Russian Union of Journalists – Main Page; Russian Union of Journalists : The Other Russia: “News from the Coalition for Democracy in Russia.” Note: Items listed in several categories — I have not checked all — seem to trail off in early 2013.
The Bell | The Interpreter
The stage illusion laid bare | openDemocracy – by Peter Pomerantsev – 7/8/2013. Review of Ben Judah’s Fragile Empire: How Russia Fell In and Out of Love with Vladimir Putin.
Vladimir Pastukhov | openDemocracy
Vladimir Putin: his place in history | openDemocracy – by Vladimir Pastukhov – 2/9/2012
No shame in protesting against pro-Putin conductor, Valery Gergiev » Spectator Blogs – 11/12/2013.
Putin’s All-Purpose Weapon – NYTimes.com – by Masha Gessen – 9/30/2013.
Vladimir Putin, Through Western Eyes (Photos) | News | The Moscow Times – 9/27/2013.
Wikipedia Reference Section — Putin’s Accusers and Accused (You Figure Out Which is Which)
Alexander Bastrykin – Wikipedia, the free encyclopedia
Alexei Navalny – Wikipedia, the free encyclopedia
Boris Berezovsky (businessman) – Wikipedia, the free encyclopedia
Dmitry Medvedev – Wikipedia, the free encyclopedia
Edward Snowden – Wikipedia, the free encyclopedia
NSA leaker Snowden gets Russian Web technology job – latimes.com – 10/31/2013.
Guardian faces fresh criticism over Edward Snowden revelations | Media | theguardian.com – 11/10/2013.
Investigative Committee of Russia – Wikipedia, the free encyclopedia
Sergey Sobyanin – Wikipedia, the free encyclopedia
Mikhail Khodorkovsky – Wikipedia, the free encyclopedia
Paul Klebnikov – Wikipedia, the free encyclopedia
Pussy Riot – Wikipedia, the free encyclopedia
Related Late Breaking News
Jailed Anti-Kremlin Punk Rocker Launches New Appeal | Russia | RIA Novosti – 11/7/2013: “Tolokonnikova’s husband, Pyotr Verzilov, said he had been informed the Pussy Riot band member was being relocated to a prison colony in the territory of Krasnoyarsk, located 3400 kilometers (2100 miles) east of Moscow, but authorities have yet to confirm that information.”
Pussy riot member Nadezhda Tolokonnikova now missing for more than three weeks – with her disappearance sparking fears some of the Greenpeace 30 could also be ‘lost’ – Europe – World – The Independent – 11/12/2013.
Pussy Riot leader lost in Russia’s prison system, husband says – latimes.com – 11/10/2013.
Sergei Magnitsky – Wikipedia, the free encyclopedia
Georgy Satarov – Wikipedia, the free encyclopedia
Rights in Russia (organization)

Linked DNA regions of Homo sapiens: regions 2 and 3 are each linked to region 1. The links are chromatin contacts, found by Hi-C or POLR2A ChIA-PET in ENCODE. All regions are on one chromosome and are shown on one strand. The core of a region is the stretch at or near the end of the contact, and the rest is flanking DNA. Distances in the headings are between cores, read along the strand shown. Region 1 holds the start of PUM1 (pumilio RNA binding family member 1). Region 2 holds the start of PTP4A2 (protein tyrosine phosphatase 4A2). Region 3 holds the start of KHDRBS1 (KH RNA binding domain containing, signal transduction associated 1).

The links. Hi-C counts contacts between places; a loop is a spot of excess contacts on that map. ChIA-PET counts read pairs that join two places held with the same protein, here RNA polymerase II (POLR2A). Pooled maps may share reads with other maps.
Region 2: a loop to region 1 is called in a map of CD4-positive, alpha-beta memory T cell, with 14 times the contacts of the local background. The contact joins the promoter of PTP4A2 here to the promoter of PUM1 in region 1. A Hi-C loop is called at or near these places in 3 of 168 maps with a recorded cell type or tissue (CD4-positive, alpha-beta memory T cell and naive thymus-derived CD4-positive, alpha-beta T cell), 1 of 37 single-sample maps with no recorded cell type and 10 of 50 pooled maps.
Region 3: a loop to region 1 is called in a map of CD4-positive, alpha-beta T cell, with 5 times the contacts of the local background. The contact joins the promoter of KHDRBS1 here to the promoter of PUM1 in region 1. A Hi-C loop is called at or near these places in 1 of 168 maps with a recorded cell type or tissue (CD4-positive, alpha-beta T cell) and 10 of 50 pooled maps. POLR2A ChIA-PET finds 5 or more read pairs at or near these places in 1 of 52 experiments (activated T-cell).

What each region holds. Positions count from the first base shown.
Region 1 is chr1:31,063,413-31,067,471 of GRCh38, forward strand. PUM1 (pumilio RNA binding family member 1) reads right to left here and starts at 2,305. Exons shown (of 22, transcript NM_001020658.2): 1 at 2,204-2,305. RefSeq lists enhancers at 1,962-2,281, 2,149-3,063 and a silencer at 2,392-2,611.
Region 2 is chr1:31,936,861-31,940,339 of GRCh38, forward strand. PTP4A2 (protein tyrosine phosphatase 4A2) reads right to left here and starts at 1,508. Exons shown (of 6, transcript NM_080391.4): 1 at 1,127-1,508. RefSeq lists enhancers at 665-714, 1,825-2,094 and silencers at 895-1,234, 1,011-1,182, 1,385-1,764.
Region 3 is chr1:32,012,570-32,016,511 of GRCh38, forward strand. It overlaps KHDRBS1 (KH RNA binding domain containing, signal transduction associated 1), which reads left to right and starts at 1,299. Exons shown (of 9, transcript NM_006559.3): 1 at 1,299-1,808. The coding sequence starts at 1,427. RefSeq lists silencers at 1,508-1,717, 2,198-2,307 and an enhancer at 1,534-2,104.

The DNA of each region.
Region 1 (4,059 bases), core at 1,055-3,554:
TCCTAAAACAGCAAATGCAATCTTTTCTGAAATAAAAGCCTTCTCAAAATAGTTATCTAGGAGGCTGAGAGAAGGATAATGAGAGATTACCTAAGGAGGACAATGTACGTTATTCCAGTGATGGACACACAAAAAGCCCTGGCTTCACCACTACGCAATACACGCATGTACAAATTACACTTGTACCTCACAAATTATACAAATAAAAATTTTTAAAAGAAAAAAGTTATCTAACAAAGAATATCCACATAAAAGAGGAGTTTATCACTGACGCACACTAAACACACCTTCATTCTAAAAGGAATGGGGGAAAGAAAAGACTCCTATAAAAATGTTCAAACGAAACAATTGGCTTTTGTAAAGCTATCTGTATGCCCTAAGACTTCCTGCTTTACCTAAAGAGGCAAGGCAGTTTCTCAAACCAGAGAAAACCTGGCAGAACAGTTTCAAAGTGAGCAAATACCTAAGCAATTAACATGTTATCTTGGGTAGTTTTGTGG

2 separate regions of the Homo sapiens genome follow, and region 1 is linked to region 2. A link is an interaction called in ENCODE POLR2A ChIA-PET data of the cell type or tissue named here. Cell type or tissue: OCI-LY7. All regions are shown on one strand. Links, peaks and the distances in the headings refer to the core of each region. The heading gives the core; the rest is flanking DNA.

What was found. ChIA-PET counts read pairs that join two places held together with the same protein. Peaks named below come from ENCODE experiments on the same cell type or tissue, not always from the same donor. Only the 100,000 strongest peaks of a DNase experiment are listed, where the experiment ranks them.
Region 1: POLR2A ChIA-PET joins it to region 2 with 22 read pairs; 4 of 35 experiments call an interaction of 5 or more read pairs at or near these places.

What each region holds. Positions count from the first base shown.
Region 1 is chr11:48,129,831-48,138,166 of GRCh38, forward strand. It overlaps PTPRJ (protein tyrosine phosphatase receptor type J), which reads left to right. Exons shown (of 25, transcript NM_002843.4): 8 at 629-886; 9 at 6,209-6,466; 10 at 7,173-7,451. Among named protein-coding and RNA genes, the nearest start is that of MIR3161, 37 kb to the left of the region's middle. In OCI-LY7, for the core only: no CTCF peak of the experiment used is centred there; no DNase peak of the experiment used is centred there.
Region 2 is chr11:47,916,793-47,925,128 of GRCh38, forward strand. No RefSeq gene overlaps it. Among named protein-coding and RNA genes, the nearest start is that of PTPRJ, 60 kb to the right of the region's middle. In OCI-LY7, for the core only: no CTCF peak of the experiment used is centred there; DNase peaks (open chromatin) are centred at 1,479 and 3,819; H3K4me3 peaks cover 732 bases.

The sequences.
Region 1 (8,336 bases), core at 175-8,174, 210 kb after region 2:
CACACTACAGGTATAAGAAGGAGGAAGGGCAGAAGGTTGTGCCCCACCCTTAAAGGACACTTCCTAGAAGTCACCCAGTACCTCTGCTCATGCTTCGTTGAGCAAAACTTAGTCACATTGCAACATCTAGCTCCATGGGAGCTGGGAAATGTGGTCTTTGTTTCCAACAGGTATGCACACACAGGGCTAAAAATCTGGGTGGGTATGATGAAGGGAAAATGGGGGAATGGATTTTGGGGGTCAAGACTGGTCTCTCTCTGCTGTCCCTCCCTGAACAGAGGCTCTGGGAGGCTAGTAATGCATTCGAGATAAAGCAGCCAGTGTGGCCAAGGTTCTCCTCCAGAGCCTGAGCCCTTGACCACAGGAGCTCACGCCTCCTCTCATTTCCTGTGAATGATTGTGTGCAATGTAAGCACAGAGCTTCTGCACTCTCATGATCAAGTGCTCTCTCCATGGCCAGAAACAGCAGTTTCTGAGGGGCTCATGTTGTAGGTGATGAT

Rights in Russia (Facebook)
Nadezhda Azhgikhina: Combating Impunity in the Digital Age – Human Rights in Russia – 11/11/2013.
United Russia – Wikipedia, the free encyclopedia
Viktor Bout – Wikipedia, the free encyclopedia; incidentally, recently back in the news: Russian arms dealer Viktor Bout’s U.S. conviction upheld | Reuters – 9/27/2013; Arms Dealer Viktor Bout ‘in New Appeal’ to U.S. Supreme Court | News | The Moscow Times – 11/8/2013.
Vladislav Surkov – Wikipedia, the free encyclopedia
Yury Luzhkov – Wikipedia, the free encyclopedia
Wikipedia Reference Section – A Glance at Dissidents of the Soviet Era
Andrei Sakharov – Wikipedia, the free encyclopedia
Andrei Sinyavsky – Wikipedia, the free encyclopedia
Joseph Brodsky – Wikipedia, the free encyclopedia
Mihail Chemiakin – Wikipedia, the free encyclopedia: “With his colleagues from the museum he organized an exhibition in 1964, after which the director of the museum was fired and all the participants forced to resign. In 1967 he co-authored with philosopher Vladimir Ivanov a treatise called “Metaphysical Synthesism”, which laid out his artistic principles, and created the “St. Petersburg Group” of artists . In 1971 he was exiled from the Soviet Union for failing to conform to Socialist Realism norms.”
Mikhail Baryshnikov – Wikipedia, the free encyclopedia
Mstislav Rostropovich – Wikipedia, the free encyclopedia: “Rostropovich fought for art without borders, freedom of speech, and democratic values, resulting in harassment from the Soviet regime. An early example was in 1948, when he was a student at the Moscow Conservatory. In response to the 10 February 1948 decree on so-called ‘formalist’ composers, his teacher Dmitri Shostakovich was dismissed from his professorships in Leningrad and Moscow; the then 21-year-old Rostropovich quit the conservatory, dropping out in protest.”
Natan Sharansky – Wikipedia, the free encyclopedia
Pyotr Grigorenko – Wikipedia, the free encyclopedia
Rudolf Nureyev – Wikipedia, the free encyclopedia
Soviet dissidents – Wikipedia, the free encyclopedia (section contributing source)
Vasily Aksyonov – Wikipedia, the free encyclopedia
Yelena Bonner – Wikipedia, the free encyclopedia
Yuli Daniel – Wikipedia, the free encyclopedia
All of that above: barely a morning’s drag-and-drop with a hint or two of actual writing in it . . . . I like it although it could change that old book title and jazz and music line “That was then, this is now” to “That was then: THIS is still THEN.”
Perhaps we could have both for a while — then, now, and then.
▶ The Monkees – That Was Then, This Is Now (Version 1) – YouTube